It is needless to say that there is a big gulf between men's cricket and the women's game in terms of exposure, media coverage, people's interest and to be honest, quality of play. Despite the honest efforts of the ICC and the broadcasters, women's cricket still today hardly gets substantial coverage. So, while the men's rhetoric generally goes: 'We are here to win the title or you can't take any team lightly in the T20 format'; the women cannot afford to assert anything past: 'We are here to serve notice and thereby develop the women's game'.
And that was the overriding theme of a pre-tournament 'joint press conference' for the women's team of Bangladesh, West Indies, Sri Lanka and Ireland at a city hotel yesterday.
“Women's cricket isn't professional at all in Ireland. We aren't paid for training or anything. We are either full-time employees or full-time students,” said Isobel Joyce, the 30-year-old Ireland captain, who also has a sister in the side while brother Ed Joyce – much more renowned than the sisters -- plays in the men's team.
Joyce is happy to get whatever exposure they can get here so that people back home do realise they are representing the nation and people worldwide take notice. “We don't get huge exposure in Ireland, be it men's cricket or women's, so I guess the exposure we will get here will be more than what we get back home,” Joyce said with a witty smile.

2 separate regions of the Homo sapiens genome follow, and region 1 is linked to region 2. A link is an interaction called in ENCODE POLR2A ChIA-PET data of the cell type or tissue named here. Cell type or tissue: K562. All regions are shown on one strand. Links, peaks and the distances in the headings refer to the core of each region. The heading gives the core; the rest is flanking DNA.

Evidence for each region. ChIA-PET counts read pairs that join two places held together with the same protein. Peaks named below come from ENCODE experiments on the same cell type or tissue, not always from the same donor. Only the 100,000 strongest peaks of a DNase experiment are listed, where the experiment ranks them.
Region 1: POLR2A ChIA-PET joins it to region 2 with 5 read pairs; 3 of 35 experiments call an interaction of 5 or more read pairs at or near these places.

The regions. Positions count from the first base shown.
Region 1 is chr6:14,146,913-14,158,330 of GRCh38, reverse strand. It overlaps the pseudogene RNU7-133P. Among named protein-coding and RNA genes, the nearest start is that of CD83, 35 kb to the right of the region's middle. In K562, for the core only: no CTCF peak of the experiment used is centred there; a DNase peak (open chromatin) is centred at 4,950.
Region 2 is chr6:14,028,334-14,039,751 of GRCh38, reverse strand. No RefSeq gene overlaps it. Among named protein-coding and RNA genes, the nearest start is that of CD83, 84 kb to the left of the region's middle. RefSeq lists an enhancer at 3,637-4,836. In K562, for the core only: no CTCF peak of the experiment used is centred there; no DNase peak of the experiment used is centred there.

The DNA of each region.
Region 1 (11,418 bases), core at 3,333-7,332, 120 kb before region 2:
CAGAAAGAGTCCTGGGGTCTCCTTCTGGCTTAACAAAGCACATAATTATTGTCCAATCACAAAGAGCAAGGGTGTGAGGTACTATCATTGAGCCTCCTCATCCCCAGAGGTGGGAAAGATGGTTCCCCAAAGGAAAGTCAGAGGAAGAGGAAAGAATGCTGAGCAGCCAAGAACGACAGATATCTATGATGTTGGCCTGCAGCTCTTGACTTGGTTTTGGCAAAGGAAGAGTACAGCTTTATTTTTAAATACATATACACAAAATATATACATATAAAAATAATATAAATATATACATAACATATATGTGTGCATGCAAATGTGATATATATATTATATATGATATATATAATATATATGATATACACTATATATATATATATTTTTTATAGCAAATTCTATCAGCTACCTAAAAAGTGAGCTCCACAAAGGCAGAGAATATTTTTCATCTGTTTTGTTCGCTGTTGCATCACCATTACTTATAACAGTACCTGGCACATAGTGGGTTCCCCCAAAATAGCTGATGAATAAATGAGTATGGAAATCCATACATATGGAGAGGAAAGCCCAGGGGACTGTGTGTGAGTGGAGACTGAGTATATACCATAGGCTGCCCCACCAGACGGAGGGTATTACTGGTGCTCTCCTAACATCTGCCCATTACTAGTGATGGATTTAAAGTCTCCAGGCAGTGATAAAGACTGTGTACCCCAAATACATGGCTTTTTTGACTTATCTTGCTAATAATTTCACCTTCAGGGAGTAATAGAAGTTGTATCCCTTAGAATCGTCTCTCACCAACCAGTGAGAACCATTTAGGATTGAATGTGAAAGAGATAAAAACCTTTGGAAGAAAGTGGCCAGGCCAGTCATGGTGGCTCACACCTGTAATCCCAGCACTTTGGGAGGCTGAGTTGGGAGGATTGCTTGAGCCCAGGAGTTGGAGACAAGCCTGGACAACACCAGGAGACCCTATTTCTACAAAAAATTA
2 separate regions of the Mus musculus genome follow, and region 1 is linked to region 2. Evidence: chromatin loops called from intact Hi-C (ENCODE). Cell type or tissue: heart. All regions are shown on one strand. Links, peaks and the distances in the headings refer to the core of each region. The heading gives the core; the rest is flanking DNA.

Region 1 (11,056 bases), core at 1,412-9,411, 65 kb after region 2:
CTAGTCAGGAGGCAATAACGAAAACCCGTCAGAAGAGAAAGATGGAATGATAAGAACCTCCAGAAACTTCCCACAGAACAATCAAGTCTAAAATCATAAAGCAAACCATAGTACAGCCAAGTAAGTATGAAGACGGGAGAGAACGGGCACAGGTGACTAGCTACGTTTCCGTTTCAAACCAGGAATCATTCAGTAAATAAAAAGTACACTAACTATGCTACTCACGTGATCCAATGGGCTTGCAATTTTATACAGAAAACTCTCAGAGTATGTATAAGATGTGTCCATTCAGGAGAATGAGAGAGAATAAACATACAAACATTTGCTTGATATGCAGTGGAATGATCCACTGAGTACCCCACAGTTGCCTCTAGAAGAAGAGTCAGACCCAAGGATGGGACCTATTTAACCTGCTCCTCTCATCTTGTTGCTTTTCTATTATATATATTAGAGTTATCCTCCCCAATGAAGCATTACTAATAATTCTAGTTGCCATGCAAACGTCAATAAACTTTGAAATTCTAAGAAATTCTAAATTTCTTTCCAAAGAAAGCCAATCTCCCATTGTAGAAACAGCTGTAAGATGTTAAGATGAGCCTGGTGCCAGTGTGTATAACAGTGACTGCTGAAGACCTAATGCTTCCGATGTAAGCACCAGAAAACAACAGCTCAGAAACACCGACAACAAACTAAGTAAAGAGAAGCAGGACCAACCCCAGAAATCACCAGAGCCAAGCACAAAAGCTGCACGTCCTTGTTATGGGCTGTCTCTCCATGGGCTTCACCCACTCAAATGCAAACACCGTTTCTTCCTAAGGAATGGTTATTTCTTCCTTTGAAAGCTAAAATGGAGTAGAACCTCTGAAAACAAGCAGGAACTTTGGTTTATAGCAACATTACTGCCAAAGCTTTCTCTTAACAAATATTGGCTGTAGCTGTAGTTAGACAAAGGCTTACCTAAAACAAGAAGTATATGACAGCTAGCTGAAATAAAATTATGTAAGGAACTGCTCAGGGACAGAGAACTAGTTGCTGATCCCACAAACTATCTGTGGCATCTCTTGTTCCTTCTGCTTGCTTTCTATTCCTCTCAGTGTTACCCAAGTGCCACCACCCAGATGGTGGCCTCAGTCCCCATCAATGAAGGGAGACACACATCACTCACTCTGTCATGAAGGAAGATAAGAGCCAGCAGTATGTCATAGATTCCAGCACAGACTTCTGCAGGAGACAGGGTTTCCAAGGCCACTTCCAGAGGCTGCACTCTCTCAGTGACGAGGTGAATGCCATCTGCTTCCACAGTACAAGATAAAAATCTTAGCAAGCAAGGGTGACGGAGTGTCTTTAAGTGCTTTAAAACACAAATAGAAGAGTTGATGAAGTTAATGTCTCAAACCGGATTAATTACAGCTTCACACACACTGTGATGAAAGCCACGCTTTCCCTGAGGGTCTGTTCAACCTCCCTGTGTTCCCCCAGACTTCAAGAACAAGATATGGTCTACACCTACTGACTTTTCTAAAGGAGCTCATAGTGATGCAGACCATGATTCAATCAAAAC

None of these four teams are being considered to challenge for the title. While West Indies are aiming at a maiden final appearance, hosts Bangladesh and Sri Lanka concede they will be more than happy if they reach the last four.
“We are willing to give the country something good and our target is to reach the semifinal stage,” said Bangladesh skipper Salma Khatun.
The 10 women's teams may have different targets for the World Cup, but their ultimate agenda remains the same -- to garner recognition and support.